import org.springframework.context.ApplicationListener;
import org.springframework.context.event.EventListener;
import org.springframework.stereotype.Component;

public class UserListeners {

    // Technical note: By default listener events return 'void'. If an object is returned, it will be published as an event

     * Example of event listener using the implementation of {@link ApplicationListener}
    static class RegisteredListener implements ApplicationListener<UserRegistered> {

        private static final Logger logger = LoggerFactory.getLogger(RegisteredListener.class);

        public void onApplicationEvent(UserRegistered event) {
  "Registration event received for {}", event);

     * Example of annotation based event listener
    static class RegisteredAnnotatedListener {

        private static final Logger logger = LoggerFactory.getLogger(RegisteredAnnotatedListener.class);

        void on(final UserRegistered event) {
  "Annotated registration event received for {}", event);

As we can see, very basic stuff. It is worth it to mention the ‘Technical note’. By default, the listener methods return ‘void’, they are initially design to received an event, do some stuff and finish. But, obviously, they can at the same time publish some messages, we can achieve this easily, returning an object. The returned object will be published as any other event.

Once we have all of this, let’s build a simple controller to run the process:

public class UserController {

    private final UserService userService;

    public UserController(UserService userService) {
        this.userService = userService;

    public void register(@RequestParam("firstname") final String firstname,
                         @RequestParam("lastname") final String lastname) {

        userService.register(new User().setFirstname(firstname).setLastname(lastname));

Nothing out of the ordinary, simple stuff.

We can invoke the controller with any tools we want but, a simple way, it is using cURL.

curl -X GET "http://localhost:8080/api/users?firstname=john&lastname=doe"

Once we call the endpoint, we can see the log messages generated by the publisher and the listeners:

Registering User{firstname='john', lastname='doe'}
Annotated registration event received for dev.binarycoders.spring.event.UserRegistered[source=User{firstname='john', lastname='doe'}]
Registration event received for dev.binarycoders.spring.event.UserRegistered[source=User{firstname='john', lastname='doe'}]

As we can see, the ‘register’ action is executed and it publishes the event and, both listeners, the annotated and the implemented, receive and process the message.

As usual you can find the source for this example here, in the ‘spring-events’ module.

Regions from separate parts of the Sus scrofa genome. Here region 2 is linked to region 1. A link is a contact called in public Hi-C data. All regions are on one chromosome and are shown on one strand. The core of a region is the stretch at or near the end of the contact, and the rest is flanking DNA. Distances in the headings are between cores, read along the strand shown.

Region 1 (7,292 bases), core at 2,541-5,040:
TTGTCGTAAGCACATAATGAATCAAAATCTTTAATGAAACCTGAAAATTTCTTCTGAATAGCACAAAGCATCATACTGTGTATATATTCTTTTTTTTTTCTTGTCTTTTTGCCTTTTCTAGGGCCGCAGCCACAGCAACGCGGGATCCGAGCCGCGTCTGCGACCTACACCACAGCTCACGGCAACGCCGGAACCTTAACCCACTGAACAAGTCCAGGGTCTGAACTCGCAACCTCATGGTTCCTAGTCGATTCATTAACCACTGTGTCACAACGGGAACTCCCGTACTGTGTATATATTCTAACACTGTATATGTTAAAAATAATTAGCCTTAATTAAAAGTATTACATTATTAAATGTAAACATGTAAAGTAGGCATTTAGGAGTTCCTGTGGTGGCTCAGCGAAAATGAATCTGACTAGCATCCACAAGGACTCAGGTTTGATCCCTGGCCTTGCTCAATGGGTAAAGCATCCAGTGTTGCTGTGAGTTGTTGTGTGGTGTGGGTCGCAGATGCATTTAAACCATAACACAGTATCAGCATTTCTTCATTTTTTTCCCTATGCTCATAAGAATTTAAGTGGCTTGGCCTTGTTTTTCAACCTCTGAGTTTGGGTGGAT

For some extra information, you can take a look at one of the videos of the last SpringOne.

Spring Application Events

Builder pattern + inheritance

In general, it is very simple to implement in Java the builder pattern, a few lines of code and the problem is solved but, when we are using inheritance, it is not as intuitive apparently as it should be. I have lately seen poor attempts of doing it and not achieving the desired result.

In this article, we are going to build a very simple example of that.

public class Parent {

    private final String a;

    protected Parent(final Builder<?> builder) {
        this.a = builder.a;

    public String getA() { return a; }

    public static class Builder<T extends Builder<T>> {

        private String a;

        public T a(final String a) {
            this.a = a;
            return (T) this;

        public Parent build() {
            return new Parent(this);

In this first class, the parent class, we can see we are using generics to allow child classes to pass their builders.

public class Children extends Parent {

    private final String b;

    protected Children(final Builder builder) {
        this.b = builder.b;

    public String getB() {
        return b;

    public static Builder builder() {
        return new Builder();

    public static class Builder extends Parent.Builder<Builder> {
        private String b;

        public Builder b(final String b) {
            this.b = b;
            return this;

        public Children build() {
            return new Children(this);

Here, we can see how we pass the child builder in the diamond operator, this will allow us to add values for the properties to the patent and to the child using the builder.

public class Main {